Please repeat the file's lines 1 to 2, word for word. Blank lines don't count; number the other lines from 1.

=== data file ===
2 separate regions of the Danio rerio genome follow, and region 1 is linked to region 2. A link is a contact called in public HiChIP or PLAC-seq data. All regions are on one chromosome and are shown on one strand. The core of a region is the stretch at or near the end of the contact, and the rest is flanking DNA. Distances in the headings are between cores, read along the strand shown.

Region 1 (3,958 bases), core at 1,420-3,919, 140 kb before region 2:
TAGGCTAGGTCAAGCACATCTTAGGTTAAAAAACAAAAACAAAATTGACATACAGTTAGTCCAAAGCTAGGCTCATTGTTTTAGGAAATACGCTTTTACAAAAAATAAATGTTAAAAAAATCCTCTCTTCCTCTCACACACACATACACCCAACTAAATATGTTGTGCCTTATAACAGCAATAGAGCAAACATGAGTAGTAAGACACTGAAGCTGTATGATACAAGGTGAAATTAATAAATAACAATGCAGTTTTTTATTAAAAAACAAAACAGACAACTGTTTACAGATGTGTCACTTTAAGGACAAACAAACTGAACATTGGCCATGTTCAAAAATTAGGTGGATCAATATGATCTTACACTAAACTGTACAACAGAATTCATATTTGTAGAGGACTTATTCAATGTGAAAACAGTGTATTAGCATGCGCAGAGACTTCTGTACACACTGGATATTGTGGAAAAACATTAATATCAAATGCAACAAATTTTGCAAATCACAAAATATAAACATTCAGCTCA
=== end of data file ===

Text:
2 separate regions of the Danio rerio genome follow, and region 1 is linked to region 2. A link is a contact called in public HiChIP or PLAC-seq data. All regions are on one chromosome and are shown on one strand. The core of a region is the stretch at or near the end of the contact, and the rest is flanking DNA. Distances in the headings are between cores, read along the strand shown.

Region 1 (3,958 bases), core at 1,420-3,919, 140 kb before region 2: